Many of us are guilty of speeding a little to get to a destination faster, not realizing that “just going 5 mph over the speed limit puts drivers, their passengers and everyone else on the road at a greater risk of a serious crash” (Speeding and Aggressive Driving, December 12, 2019). The more that the driver speeds, the less reaction time and control he or she has over the vehicle. Speeding is something that can be prevented; there are speed limits indicated on the applications that we use like Google maps, in addition to the speed limit signs along the road. Generally, go 15 miles per hour when in a school zone, 35 miles per hour when in the suburbs, 55 miles per hour when on a highway or freeway, 65 miles per hour on rural interstate highways, and 70 miles per hour on some posted freeways and expressways (Buckner, Ask an Officer: Speed Limits, March 7, 2018). It seems ridiculous when you are only going 5 miles per hour over the speed limit but, what is even more ridiculous is knowing that something that can easily be prevented “killed 155 people and injured more than 76,000” in Wisconsin (Speeding and Aggressive Driving, December 12, 2019). We have to take responsibility. Assuming that a driver is sober and has control over the vehicle, speeding does not get the driver to a destination much sooner than if he or she is driving the speed limit; to be two minutes early is not worth the lives risked. Understanding that “one out of five traffic convictions last year was for speeding”, Wisconsinites not only have a duty to be informed but a duty to either change their behavior or change that of someone else’s when in a vehicle (Speeding and Aggressive Driving, December 12, 2019). We can bring into fruition the change that we would like to see occur.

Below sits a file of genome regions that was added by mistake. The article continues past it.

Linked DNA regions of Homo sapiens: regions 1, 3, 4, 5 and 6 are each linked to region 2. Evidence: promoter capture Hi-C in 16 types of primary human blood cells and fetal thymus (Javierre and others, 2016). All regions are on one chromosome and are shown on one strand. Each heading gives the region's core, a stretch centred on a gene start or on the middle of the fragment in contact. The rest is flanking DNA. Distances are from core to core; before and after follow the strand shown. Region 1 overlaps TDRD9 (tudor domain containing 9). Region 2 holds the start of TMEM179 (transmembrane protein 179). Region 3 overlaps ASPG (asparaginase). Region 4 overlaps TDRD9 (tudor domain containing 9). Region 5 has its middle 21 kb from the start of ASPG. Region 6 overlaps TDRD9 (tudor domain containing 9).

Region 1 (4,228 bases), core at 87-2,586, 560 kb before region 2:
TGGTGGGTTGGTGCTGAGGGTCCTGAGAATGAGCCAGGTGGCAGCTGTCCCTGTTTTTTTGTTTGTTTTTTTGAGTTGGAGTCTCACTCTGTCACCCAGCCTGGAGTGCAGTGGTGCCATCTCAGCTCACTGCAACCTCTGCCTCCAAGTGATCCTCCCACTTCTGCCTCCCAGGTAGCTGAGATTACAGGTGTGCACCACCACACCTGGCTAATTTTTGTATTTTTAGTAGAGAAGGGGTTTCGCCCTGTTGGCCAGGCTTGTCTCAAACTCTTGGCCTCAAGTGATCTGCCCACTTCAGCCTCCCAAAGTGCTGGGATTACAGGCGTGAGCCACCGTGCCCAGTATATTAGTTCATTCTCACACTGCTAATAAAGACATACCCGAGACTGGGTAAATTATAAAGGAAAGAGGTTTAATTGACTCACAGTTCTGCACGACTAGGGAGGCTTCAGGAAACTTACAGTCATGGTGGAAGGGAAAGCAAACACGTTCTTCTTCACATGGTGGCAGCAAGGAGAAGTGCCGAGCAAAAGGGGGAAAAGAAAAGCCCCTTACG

Speeding and Aggressive Driving, December 12, 2019, https://witrafficsafety.org/speeding/
Buckner, Ask an Officer: Speed Limits, March 7, 2018, https://www.wausaudailyherald.com/story/travel/2018/03/07/ask-officer-speed-limits/399570002/